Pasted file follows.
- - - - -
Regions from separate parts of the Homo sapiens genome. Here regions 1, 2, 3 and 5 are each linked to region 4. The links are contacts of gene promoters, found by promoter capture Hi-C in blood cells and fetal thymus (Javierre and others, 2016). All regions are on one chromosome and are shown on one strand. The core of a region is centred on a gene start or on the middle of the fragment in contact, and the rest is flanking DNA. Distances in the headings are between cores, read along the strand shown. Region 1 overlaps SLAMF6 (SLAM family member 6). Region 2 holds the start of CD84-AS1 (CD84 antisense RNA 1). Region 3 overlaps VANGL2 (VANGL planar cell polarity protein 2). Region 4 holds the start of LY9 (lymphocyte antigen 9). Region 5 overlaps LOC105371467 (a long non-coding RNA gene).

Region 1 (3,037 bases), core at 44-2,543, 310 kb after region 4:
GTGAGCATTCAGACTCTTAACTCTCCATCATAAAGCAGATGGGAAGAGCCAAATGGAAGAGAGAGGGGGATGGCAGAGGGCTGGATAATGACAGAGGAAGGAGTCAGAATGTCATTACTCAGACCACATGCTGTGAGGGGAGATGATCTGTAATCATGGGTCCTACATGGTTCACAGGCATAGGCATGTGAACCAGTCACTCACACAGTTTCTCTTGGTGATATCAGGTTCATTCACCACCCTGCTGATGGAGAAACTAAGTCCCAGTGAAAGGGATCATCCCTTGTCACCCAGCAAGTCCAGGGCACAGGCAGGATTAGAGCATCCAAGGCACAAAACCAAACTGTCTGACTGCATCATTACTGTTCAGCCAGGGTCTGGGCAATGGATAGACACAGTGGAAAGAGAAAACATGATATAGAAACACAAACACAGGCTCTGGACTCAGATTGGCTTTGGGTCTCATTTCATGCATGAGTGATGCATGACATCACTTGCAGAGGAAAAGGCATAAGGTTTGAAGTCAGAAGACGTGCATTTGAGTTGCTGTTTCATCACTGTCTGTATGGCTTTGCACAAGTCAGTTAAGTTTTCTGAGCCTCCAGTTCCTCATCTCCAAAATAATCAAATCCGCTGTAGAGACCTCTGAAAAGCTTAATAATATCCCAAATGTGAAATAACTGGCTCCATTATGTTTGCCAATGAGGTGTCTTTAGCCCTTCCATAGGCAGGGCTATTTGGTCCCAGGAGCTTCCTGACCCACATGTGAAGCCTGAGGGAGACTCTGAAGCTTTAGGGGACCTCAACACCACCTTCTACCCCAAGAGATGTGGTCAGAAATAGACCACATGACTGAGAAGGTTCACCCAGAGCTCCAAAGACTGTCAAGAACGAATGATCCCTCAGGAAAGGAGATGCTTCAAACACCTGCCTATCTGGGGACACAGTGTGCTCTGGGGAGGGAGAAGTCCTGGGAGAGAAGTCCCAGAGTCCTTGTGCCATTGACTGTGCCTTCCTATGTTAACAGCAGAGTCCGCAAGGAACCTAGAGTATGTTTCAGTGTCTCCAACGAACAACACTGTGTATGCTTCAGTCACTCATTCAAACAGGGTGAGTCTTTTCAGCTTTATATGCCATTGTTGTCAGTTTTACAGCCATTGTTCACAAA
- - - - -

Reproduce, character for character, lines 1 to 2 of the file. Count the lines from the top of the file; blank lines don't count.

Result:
Regions from separate parts of the Homo sapiens genome. Here regions 1, 2, 3 and 5 are each linked to region 4. The links are contacts of gene promoters, found by promoter capture Hi-C in blood cells and fetal thymus (Javierre and others, 2016). All regions are on one chromosome and are shown on one strand. The core of a region is centred on a gene start or on the middle of the fragment in contact, and the rest is flanking DNA. Distances in the headings are between cores, read along the strand shown. Region 1 overlaps SLAMF6 (SLAM family member 6). Region 2 holds the start of CD84-AS1 (CD84 antisense RNA 1). Region 3 overlaps VANGL2 (VANGL planar cell polarity protein 2). Region 4 holds the start of LY9 (lymphocyte antigen 9). Region 5 overlaps LOC105371467 (a long non-coding RNA gene).

Region 1 (3,037 bases), core at 44-2,543, 310 kb after region 4: